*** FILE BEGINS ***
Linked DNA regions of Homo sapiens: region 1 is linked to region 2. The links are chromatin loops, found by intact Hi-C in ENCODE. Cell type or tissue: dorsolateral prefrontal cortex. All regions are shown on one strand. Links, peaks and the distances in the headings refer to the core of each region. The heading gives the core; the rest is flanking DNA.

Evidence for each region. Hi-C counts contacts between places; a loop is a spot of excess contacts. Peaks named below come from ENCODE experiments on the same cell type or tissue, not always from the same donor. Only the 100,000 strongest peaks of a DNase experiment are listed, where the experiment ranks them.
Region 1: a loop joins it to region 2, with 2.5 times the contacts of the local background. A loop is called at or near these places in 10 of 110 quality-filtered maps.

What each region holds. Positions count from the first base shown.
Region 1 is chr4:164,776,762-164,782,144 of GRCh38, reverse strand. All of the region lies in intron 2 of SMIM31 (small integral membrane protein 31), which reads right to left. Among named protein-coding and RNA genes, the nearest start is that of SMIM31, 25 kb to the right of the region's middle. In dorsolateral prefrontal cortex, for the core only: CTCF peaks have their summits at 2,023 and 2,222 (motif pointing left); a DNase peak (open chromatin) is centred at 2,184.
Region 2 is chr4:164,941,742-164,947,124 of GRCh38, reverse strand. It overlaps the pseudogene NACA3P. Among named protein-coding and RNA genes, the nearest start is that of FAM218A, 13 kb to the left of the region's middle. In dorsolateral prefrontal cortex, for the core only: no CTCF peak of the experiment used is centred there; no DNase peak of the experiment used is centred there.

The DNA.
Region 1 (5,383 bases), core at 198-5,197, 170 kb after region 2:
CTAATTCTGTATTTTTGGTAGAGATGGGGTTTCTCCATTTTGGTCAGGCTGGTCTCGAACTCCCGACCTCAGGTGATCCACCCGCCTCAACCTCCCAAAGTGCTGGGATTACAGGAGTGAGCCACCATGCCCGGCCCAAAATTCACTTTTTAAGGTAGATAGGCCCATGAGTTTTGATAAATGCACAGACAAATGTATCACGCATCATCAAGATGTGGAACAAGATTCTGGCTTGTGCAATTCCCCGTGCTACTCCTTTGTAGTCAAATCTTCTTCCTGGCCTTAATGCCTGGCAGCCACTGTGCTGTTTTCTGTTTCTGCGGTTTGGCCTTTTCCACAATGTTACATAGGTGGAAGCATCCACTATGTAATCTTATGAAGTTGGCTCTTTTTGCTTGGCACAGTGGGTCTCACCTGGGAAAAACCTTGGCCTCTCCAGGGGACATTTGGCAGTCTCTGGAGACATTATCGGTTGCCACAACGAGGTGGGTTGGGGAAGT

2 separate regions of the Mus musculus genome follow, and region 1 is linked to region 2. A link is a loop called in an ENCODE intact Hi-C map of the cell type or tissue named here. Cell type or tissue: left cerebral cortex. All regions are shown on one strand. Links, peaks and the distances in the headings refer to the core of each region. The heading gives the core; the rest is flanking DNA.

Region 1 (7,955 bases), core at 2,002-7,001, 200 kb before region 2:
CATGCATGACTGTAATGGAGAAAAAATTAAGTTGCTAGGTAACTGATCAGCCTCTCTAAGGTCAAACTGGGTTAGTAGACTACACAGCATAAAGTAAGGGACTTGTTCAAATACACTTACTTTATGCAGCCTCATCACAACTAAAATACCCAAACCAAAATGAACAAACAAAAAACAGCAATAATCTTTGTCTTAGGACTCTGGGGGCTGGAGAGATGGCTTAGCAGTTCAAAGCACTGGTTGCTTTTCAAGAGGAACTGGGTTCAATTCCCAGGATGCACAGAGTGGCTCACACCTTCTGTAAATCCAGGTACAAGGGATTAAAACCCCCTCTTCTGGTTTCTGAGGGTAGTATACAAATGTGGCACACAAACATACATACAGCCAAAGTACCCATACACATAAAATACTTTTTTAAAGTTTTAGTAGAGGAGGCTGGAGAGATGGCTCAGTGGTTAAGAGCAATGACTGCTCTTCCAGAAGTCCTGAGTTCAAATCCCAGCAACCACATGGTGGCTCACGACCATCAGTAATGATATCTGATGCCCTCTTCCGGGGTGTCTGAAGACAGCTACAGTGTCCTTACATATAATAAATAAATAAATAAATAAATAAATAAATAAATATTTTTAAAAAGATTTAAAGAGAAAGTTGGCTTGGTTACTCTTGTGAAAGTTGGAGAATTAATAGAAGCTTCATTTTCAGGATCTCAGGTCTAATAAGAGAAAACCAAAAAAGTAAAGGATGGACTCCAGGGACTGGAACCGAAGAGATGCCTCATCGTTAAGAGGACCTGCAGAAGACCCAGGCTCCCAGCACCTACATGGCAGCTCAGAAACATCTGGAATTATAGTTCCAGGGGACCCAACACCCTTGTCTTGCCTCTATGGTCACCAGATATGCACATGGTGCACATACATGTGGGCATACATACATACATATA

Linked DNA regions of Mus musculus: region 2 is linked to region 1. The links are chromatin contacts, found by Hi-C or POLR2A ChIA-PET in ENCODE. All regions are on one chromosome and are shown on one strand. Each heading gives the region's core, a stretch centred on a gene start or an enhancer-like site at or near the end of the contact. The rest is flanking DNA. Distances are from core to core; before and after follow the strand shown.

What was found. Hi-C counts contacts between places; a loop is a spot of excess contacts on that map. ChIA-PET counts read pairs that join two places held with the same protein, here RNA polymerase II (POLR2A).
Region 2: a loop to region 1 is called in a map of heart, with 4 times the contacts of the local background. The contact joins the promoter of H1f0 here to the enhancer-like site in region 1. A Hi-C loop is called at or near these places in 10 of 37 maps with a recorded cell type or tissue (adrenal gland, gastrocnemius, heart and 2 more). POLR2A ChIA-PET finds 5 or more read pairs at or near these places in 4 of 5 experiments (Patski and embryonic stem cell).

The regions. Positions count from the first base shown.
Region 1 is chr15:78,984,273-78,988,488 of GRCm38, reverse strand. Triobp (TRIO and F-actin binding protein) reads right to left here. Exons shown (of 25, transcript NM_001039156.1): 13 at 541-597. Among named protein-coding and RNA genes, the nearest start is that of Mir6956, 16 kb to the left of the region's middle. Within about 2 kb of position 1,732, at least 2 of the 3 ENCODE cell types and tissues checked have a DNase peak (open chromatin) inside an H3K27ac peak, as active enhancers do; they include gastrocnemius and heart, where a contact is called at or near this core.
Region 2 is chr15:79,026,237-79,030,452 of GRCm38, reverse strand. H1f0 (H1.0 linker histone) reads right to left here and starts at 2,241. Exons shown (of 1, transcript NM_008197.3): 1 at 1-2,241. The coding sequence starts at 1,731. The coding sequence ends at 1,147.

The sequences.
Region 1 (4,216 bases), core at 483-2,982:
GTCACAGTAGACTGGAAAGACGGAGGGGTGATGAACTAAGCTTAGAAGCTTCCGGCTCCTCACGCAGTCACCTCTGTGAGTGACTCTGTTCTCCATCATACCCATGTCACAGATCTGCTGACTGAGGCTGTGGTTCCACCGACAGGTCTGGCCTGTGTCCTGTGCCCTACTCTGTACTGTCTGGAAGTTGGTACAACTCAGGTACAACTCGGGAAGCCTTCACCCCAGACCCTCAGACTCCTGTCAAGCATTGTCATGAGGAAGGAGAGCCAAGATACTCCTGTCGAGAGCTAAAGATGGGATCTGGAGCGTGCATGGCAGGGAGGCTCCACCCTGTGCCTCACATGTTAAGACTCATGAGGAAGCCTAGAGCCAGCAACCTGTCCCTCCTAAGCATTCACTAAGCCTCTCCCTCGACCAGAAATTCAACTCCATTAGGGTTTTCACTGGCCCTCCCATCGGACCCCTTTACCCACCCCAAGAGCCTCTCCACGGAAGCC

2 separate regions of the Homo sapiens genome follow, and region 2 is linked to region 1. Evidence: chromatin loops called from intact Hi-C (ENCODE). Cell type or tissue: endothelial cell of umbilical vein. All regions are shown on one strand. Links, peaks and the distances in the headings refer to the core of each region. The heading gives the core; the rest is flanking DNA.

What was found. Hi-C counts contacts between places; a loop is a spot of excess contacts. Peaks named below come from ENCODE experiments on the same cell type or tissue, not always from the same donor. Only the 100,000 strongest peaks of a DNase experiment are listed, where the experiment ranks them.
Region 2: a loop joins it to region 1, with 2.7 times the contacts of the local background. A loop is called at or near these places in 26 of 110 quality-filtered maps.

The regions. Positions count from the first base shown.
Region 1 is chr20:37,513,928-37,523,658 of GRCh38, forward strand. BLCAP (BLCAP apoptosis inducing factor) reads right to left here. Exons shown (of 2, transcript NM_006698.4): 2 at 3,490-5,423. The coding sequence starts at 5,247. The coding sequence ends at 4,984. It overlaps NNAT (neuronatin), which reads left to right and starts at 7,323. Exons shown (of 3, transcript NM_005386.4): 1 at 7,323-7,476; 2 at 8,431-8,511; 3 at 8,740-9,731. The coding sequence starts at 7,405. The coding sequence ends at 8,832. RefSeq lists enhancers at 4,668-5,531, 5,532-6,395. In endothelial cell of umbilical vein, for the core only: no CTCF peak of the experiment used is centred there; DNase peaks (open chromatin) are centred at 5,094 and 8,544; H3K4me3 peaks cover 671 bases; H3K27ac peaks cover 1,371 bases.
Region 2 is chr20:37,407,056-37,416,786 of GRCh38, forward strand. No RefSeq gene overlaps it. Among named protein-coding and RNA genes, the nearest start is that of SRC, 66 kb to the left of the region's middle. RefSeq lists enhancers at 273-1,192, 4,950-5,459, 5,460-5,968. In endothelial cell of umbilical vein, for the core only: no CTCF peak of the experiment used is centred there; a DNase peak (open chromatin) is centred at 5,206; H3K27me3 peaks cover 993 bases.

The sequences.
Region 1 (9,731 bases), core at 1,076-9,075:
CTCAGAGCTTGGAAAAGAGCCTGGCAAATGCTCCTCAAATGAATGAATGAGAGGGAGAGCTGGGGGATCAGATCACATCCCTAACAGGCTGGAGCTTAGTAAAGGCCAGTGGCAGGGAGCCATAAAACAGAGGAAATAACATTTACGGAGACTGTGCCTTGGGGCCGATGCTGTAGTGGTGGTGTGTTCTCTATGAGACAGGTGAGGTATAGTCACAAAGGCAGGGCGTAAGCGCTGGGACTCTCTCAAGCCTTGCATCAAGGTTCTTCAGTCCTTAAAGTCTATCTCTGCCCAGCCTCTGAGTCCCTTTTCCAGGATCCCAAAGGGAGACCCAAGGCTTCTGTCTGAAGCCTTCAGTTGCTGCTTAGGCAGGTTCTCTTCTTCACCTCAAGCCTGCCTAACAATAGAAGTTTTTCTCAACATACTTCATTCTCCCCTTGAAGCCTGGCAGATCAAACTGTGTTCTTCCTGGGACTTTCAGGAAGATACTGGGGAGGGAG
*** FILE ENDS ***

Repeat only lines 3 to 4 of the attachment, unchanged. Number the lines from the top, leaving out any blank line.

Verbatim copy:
Region 1: a loop joins it to region 2, with 2.5 times the contacts of the local background. A loop is called at or near these places in 10 of 110 quality-filtered maps.

What each region holds. Positions count from the first base shown.